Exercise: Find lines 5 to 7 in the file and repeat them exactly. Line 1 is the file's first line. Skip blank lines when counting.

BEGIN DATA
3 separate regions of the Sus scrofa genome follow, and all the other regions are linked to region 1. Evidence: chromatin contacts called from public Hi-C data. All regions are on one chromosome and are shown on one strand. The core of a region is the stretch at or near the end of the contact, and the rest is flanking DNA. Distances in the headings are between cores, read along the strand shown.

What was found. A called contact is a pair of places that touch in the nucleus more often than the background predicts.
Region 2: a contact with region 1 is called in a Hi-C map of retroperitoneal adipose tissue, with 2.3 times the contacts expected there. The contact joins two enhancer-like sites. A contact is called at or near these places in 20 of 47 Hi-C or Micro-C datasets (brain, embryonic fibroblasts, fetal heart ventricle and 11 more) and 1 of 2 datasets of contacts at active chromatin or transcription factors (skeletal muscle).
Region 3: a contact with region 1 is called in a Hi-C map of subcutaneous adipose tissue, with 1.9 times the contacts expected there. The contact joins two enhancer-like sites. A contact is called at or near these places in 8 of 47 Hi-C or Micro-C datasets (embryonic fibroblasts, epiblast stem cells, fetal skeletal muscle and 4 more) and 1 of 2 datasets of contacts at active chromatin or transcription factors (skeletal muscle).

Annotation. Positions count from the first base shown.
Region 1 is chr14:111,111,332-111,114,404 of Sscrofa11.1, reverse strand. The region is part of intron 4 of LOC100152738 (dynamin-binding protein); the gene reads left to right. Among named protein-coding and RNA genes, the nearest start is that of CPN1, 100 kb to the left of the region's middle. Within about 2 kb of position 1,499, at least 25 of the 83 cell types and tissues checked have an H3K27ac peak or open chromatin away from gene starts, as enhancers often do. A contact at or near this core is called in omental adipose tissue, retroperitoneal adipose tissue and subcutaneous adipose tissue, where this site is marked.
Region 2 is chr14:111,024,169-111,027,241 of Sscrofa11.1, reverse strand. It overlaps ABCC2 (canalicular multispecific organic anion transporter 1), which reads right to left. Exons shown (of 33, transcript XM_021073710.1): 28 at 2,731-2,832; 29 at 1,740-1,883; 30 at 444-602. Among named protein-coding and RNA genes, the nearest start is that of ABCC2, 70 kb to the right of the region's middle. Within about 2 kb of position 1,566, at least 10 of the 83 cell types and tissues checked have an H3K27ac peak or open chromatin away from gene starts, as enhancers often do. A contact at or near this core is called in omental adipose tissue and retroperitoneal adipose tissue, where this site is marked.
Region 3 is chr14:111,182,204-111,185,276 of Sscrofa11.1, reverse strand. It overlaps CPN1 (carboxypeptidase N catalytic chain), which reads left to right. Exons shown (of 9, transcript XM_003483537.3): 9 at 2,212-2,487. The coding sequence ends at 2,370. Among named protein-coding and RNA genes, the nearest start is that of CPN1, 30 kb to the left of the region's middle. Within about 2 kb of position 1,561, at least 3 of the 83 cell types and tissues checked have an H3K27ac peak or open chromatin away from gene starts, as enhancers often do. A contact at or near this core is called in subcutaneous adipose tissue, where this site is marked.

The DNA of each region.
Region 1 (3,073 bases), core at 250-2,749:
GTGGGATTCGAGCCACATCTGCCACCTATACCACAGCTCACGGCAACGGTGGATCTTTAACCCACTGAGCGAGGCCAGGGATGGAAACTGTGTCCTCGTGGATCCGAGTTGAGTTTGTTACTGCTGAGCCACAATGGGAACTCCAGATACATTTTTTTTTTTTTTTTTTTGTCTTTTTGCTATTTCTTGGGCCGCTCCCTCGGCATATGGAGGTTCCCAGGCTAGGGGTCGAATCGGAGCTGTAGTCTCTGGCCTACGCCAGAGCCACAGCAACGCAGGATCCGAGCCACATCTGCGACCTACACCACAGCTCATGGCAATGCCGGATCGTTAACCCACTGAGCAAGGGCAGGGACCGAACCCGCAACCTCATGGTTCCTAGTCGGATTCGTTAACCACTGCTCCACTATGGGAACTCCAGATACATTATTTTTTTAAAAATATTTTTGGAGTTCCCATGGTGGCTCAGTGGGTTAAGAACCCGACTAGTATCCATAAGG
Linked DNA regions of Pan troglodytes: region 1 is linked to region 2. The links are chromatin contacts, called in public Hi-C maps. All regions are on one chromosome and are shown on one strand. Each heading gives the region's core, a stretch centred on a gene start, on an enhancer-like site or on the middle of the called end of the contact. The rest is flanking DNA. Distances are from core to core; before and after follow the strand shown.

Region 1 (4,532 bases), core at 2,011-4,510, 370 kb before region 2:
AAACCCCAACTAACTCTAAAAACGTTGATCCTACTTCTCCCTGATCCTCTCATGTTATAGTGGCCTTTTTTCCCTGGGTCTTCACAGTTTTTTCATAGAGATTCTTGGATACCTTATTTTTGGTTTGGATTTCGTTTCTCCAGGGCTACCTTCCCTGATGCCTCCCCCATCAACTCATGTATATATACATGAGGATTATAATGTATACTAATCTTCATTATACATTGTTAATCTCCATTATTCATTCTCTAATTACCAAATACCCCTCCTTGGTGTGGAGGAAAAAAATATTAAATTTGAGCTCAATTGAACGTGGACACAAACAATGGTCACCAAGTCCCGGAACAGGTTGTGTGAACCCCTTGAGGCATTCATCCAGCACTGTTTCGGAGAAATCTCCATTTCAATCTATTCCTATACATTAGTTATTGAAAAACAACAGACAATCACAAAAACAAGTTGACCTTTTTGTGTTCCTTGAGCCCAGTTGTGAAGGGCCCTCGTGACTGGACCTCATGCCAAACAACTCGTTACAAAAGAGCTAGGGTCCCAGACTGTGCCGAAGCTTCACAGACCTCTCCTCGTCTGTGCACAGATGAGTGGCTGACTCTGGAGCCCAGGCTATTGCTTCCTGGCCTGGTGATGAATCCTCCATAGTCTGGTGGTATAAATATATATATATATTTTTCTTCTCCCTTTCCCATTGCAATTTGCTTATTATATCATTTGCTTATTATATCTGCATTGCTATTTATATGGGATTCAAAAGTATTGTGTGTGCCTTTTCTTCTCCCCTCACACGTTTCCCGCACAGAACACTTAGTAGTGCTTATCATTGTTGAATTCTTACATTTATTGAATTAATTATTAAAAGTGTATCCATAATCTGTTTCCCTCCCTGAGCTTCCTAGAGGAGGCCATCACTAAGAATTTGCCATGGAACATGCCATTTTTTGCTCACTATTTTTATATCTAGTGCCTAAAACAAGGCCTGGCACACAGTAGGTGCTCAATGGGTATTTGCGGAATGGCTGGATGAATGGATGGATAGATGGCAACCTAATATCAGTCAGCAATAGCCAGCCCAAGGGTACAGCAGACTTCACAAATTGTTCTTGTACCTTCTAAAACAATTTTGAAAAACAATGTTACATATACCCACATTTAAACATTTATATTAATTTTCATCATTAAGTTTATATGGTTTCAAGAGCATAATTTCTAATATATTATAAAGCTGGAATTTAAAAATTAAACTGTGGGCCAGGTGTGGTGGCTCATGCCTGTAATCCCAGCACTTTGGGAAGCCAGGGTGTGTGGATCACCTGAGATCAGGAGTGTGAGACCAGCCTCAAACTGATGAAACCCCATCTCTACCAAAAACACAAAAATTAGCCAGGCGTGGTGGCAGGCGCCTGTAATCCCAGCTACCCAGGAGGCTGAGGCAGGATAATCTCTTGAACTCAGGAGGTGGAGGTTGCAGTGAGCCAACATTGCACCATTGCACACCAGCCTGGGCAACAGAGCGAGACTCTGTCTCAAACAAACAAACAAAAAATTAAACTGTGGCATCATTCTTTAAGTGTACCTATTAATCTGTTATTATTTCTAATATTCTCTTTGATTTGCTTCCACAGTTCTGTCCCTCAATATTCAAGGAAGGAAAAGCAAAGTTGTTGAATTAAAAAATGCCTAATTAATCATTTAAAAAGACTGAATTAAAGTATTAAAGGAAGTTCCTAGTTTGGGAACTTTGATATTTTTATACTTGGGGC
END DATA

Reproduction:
Annotation. Positions count from the first base shown.
Region 1 is chr14:111,111,332-111,114,404 of Sscrofa11.1, reverse strand. The region is part of intron 4 of LOC100152738 (dynamin-binding protein); the gene reads left to right. Among named protein-coding and RNA genes, the nearest start is that of CPN1, 100 kb to the left of the region's middle. Within about 2 kb of position 1,499, at least 25 of the 83 cell types and tissues checked have an H3K27ac peak or open chromatin away from gene starts, as enhancers often do. A contact at or near this core is called in omental adipose tissue, retroperitoneal adipose tissue and subcutaneous adipose tissue, where this site is marked.
Region 2 is chr14:111,024,169-111,027,241 of Sscrofa11.1, reverse strand. It overlaps ABCC2 (canalicular multispecific organic anion transporter 1), which reads right to left. Exons shown (of 33, transcript XM_021073710.1): 28 at 2,731-2,832; 29 at 1,740-1,883; 30 at 444-602. Among named protein-coding and RNA genes, the nearest start is that of ABCC2, 70 kb to the right of the region's middle. Within about 2 kb of position 1,566, at least 10 of the 83 cell types and tissues checked have an H3K27ac peak or open chromatin away from gene starts, as enhancers often do. A contact at or near this core is called in omental adipose tissue and retroperitoneal adipose tissue, where this site is marked.